She explains that since then, STS has developed a tradition of producing most of its products in-house. "Over the years, we have [bought products] externally due to capacity problems or when developing a new destination," she relates. "At the moment we are buying approximately 15 per cent of our products externally – mainly accommodation and tuition in colleges in Britain. The goal is to produce 100 per cent of trips ourselves."

Case studies
In the case of GLS Sprachreisen in Germany, the decision to expand from an agency into the educating business after five years was made as an investment against business instability and borne out of experience in the industry. Barbara Jaeschke of GLS Sprachenzentrum explains, "First of all, I think it is good to stand on two feet. It makes your business resistant to catastrophes. For example, a high dollar is bad for outbound business, but good for inbound." She adds that she also liked working in both areas "coming from a teaching background and loving to go abroad and communicate with people from all over the world" and thirdly, that there are some practical advantages to working in two directions.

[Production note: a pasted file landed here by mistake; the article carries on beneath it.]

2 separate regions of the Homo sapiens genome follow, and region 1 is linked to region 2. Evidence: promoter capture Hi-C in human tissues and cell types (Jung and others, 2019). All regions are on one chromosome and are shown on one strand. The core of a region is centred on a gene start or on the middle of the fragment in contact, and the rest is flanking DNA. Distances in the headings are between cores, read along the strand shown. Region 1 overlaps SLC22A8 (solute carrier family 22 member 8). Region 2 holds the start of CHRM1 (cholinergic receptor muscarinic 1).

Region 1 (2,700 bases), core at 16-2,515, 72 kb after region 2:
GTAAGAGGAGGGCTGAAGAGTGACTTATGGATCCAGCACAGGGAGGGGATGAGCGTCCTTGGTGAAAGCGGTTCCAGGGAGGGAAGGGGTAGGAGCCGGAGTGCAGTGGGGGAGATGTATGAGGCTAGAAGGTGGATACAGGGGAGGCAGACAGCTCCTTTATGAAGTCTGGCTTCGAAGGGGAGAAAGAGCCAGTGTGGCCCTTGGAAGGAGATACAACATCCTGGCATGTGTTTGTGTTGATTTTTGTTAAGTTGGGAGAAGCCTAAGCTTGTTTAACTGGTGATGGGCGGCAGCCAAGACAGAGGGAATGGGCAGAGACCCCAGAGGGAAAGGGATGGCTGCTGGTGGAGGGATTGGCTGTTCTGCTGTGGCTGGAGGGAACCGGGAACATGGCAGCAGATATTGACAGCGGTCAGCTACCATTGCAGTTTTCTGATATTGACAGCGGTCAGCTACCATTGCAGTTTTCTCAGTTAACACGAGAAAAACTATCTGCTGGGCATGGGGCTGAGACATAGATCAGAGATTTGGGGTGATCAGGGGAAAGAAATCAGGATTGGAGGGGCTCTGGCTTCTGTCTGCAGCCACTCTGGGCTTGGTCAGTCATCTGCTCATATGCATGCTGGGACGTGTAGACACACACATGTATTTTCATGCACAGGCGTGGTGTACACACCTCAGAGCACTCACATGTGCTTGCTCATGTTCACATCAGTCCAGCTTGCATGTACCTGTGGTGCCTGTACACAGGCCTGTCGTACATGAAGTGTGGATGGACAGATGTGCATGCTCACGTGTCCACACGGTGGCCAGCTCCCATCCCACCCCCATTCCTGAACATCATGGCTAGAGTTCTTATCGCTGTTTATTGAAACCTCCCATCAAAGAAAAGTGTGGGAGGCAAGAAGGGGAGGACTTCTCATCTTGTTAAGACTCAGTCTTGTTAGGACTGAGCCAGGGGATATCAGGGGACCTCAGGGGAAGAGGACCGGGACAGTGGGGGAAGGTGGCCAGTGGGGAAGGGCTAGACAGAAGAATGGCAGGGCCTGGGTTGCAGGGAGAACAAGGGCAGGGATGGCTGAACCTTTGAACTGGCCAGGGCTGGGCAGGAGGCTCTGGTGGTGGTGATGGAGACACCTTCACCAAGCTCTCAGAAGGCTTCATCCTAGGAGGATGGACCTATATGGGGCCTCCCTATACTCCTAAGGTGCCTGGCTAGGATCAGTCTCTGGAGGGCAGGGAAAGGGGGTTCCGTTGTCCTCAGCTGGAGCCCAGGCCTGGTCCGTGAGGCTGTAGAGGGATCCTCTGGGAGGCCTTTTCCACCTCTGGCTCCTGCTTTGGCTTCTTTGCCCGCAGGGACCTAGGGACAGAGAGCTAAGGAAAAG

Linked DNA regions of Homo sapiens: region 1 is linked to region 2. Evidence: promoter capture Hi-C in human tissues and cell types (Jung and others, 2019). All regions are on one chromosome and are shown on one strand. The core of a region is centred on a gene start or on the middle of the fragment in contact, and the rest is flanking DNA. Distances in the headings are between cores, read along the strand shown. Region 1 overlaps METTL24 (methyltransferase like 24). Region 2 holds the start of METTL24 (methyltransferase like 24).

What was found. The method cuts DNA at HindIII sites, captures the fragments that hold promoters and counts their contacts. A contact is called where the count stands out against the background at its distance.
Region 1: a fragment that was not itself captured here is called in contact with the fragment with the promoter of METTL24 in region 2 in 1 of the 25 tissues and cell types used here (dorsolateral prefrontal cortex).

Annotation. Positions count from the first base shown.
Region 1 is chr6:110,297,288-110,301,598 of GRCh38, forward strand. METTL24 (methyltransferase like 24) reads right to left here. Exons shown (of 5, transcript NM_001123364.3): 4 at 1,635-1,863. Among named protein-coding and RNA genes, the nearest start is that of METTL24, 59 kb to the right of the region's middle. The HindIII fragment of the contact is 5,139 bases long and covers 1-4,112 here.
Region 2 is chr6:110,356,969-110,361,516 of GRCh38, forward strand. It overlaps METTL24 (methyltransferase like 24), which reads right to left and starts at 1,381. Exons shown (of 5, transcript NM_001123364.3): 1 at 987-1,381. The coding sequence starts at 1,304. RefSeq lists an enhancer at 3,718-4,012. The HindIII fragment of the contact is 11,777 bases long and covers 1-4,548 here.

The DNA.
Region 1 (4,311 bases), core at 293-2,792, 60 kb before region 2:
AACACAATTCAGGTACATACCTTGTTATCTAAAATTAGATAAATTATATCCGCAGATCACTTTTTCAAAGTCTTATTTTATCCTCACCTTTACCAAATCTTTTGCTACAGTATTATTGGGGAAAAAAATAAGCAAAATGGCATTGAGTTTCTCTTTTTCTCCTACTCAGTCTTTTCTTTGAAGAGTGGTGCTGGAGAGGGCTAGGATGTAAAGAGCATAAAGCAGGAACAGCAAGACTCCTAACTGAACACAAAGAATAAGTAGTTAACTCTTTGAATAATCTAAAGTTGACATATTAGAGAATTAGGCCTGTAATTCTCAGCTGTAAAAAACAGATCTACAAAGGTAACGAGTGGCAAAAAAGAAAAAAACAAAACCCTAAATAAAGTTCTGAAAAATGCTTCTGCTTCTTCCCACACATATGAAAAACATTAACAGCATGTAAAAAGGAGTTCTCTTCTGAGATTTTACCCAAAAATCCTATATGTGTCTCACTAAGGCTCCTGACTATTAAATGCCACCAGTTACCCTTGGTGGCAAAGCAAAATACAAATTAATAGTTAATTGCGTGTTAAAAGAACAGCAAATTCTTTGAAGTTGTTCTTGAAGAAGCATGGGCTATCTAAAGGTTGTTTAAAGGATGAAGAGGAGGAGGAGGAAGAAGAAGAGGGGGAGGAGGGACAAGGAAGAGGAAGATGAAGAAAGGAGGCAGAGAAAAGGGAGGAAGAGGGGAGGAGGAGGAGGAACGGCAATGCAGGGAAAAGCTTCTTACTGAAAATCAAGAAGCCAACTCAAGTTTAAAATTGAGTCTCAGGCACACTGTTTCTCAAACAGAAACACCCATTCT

"For example, we have now bought premises for our school that will allow us to offer accommodation on-site from 2006," says Jaeschke. "We can use the classrooms and facilities also for presentations for outbound programmes, for events marketing a certain country or for orientation meetings for high school or teenager outbound programmes."

A growing number of companies appear to be considering the "crossover", although, as Davide Bresquar of MB Scambi Culturali in Italy observes, such a venture requires considerable research, resources and energy. "There are several synergies that an agency can maximise by opening a language school and there is also a relevant increase in knowledge-building that the agency can use to better complete its vocation. However, I do believe that only the more structured and medium-sized agencies are able to complete the process successfully given the enormous work and commitment required," he emphasises.